First-year seminar inspires book that re-imagines U.S. Constitution
Scribner Seminars encourage Skidmore first-year students to engage in critical thinking by exploring engaging and sometimes quirky topics that professors are passionate about.
Collaborative research opportunities with faculty, likewise, give students the opportunity to participate directly in the research agenda of faculty.
All of that is true, says Joseph C. Palamountain Jr. Chair in Government Beau Breslin, but it’s only part of the story.
“The experience of a Scribner Seminar also challenges us — Skidmore faculty — to think outside the box,” said Breslin, who served as director of Skidmore’s First-Year Experience Program before becoming Skidmore’s dean of the faculty from 2011 to 2018. “What I love about the Scribner Seminar is the experimentation, breaking down disciplinary boundaries creatively, and crafting new ways of thinking about topics.”
Breslin says his most recent book, “A Constitution for the Living: Imagining How Five Generations of Americans Would Rewrite the Nation’s Fundamental Law” (Stanford University Press, 2021), was profoundly shaped by his own experiences with students in his seminar American Liberty: Our Enduring Struggle With Constitutional Rights in 2011, as well as a summer collaborative research project with students.
Like a Scribner Seminar, the book takes an imaginative approach to an important issue. Rather than offering a traditional academic monograph, Breslin presents a work of counterfactual historical fiction that reconsiders a famous debate between Founding Fathers James Madison and Thomas Jefferson about the merits of enduring constitutions.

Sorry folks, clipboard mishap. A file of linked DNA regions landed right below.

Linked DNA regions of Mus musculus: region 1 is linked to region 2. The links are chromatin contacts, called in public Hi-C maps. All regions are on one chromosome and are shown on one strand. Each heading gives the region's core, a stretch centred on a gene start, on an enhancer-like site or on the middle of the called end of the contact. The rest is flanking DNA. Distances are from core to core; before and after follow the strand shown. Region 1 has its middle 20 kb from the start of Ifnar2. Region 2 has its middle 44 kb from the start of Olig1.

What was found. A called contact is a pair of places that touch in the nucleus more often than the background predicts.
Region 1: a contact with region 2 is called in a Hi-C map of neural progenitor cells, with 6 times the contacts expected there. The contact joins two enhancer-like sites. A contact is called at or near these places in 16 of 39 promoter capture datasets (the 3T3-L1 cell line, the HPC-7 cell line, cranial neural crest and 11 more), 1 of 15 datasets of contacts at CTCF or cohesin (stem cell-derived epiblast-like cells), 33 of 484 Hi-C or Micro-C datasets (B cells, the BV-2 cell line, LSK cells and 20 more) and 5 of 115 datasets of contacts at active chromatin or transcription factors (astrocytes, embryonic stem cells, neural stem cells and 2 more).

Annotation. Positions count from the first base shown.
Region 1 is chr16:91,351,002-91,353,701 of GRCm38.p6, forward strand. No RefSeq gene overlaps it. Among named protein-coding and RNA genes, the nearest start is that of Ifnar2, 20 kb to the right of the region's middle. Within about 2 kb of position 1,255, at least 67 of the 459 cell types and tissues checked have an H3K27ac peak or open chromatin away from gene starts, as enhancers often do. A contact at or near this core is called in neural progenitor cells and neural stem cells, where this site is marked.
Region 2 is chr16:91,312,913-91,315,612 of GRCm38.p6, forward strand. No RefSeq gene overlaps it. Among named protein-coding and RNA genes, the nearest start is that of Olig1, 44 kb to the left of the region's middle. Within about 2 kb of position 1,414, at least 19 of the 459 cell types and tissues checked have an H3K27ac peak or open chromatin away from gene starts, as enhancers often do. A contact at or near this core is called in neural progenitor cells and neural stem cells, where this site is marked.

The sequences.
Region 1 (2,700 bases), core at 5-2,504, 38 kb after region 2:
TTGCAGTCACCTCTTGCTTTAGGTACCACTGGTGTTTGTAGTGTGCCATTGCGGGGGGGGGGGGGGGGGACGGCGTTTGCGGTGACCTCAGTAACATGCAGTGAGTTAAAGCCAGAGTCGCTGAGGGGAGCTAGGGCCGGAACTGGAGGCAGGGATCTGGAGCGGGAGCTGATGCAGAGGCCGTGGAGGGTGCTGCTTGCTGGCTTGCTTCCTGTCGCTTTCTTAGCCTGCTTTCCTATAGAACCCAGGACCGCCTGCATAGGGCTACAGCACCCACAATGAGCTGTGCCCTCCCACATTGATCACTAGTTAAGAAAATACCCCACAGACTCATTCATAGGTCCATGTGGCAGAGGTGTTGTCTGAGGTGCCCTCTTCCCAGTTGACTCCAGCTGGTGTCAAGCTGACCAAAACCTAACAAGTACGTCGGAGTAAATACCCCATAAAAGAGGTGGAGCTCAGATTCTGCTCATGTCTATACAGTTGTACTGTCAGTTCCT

“Madison thought constitutions should last for centuries in order to build up the necessary reverence for them to be authoritative in a country like the U.S. Jefferson disagreed — strongly!” Breslin explains. “Jefferson thought each generation ought to meet in convention and write its own constitution. In fact, he thought it was just another form of tyranny when a people was governed by a constitution written by a group of politicians long dead.”
Of course, Madison won the debate, and the U.S. Constitution is now well over two centuries old. Breslin’s book imagines a different history, “a Jeffersonian world,” where constitutional conventions took place in 1825, 1863, 1903, 1863, and 2022. Though fictional, the conventions are based on actual events — from questions about slavery to debates surrounding women’s suffrage — shaping the public agenda at those times.
This fall at Skidmore, Breslin discussed his book with two leading constitutional scholars — Henry L. Chambers Jr. of University of Richmond School of Law and Keith E. Whittington of Princeton University — who offered their own perspectives on the book in a dialogue moderated by Flagg Taylor, associate professor of political science and director of the Periclean Honors Forum. Both offered their own perspectives but also offered praise for Breslin’s unique approach. Whittington, for instance, called it both “deeply learned” and “extremely imaginative."
“There really is no model for doing a book like this in much of the academic literature,” said Whittington, a member of President Biden's Presidential Commission on the Supreme Court.